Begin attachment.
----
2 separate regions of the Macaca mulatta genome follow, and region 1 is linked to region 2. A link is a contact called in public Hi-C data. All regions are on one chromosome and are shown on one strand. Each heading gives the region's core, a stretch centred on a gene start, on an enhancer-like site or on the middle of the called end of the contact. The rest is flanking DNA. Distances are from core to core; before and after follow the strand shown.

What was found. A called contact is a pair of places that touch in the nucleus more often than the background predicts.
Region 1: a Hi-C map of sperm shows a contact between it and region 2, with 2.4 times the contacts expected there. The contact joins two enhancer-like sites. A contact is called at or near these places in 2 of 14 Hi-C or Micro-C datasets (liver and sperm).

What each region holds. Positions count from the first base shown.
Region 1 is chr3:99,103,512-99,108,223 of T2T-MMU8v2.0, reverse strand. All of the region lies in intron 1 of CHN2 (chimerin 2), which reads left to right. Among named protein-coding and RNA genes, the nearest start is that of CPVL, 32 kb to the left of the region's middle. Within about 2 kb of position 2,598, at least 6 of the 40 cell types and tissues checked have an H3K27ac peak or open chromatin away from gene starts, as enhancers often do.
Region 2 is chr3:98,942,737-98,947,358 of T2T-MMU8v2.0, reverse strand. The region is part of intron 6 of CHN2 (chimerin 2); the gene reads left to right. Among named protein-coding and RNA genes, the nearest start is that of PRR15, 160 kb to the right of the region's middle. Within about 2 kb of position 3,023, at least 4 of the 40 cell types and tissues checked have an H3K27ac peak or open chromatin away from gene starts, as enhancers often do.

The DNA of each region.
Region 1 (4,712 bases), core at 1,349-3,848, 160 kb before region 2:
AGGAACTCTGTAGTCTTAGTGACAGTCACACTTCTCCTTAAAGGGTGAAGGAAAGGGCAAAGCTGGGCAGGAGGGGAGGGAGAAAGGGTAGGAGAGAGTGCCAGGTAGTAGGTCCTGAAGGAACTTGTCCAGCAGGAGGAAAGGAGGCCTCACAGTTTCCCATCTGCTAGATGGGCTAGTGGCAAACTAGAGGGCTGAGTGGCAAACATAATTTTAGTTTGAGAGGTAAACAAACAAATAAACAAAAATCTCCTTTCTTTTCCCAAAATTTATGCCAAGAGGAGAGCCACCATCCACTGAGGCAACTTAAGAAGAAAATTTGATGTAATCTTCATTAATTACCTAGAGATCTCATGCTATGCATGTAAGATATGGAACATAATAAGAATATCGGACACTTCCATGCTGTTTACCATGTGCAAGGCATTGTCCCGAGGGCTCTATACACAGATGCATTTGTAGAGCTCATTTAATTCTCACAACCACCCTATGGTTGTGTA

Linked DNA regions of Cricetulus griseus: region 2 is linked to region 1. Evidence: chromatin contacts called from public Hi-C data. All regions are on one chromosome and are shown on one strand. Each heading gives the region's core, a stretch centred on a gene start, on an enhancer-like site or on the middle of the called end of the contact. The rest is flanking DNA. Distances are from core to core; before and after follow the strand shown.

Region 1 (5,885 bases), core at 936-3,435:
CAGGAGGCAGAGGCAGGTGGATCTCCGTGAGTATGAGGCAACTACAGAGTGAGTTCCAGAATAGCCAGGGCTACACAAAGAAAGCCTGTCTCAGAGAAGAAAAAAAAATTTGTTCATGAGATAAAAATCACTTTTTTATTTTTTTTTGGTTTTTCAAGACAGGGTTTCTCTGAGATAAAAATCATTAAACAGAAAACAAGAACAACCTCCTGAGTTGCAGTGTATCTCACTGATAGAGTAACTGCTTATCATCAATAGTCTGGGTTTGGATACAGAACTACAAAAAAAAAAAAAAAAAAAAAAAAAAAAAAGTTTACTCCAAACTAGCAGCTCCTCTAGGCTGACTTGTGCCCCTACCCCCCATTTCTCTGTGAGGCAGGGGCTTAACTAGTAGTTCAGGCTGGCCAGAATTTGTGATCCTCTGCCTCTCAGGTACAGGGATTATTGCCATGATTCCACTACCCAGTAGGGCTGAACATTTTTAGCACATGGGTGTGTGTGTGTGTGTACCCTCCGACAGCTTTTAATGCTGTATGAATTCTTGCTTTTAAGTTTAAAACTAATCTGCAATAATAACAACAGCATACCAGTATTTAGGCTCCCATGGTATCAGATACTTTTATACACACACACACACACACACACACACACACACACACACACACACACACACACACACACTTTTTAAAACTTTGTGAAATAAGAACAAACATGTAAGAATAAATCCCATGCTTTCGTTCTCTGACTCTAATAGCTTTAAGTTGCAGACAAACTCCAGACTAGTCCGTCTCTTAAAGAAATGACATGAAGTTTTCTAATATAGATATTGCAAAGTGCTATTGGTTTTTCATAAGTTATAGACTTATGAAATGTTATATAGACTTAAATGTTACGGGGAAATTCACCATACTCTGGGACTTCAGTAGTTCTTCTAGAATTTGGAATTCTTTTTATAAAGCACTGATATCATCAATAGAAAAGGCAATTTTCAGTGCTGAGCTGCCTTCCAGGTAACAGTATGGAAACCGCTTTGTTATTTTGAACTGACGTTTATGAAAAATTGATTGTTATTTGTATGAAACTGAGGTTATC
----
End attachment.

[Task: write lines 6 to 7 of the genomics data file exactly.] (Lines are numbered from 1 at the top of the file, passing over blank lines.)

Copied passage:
Region 2 is chr3:98,942,737-98,947,358 of T2T-MMU8v2.0, reverse strand. The region is part of intron 6 of CHN2 (chimerin 2); the gene reads left to right. Among named protein-coding and RNA genes, the nearest start is that of PRR15, 160 kb to the right of the region's middle. Within about 2 kb of position 3,023, at least 4 of the 40 cell types and tissues checked have an H3K27ac peak or open chromatin away from gene starts, as enhancers often do.

The DNA of each region.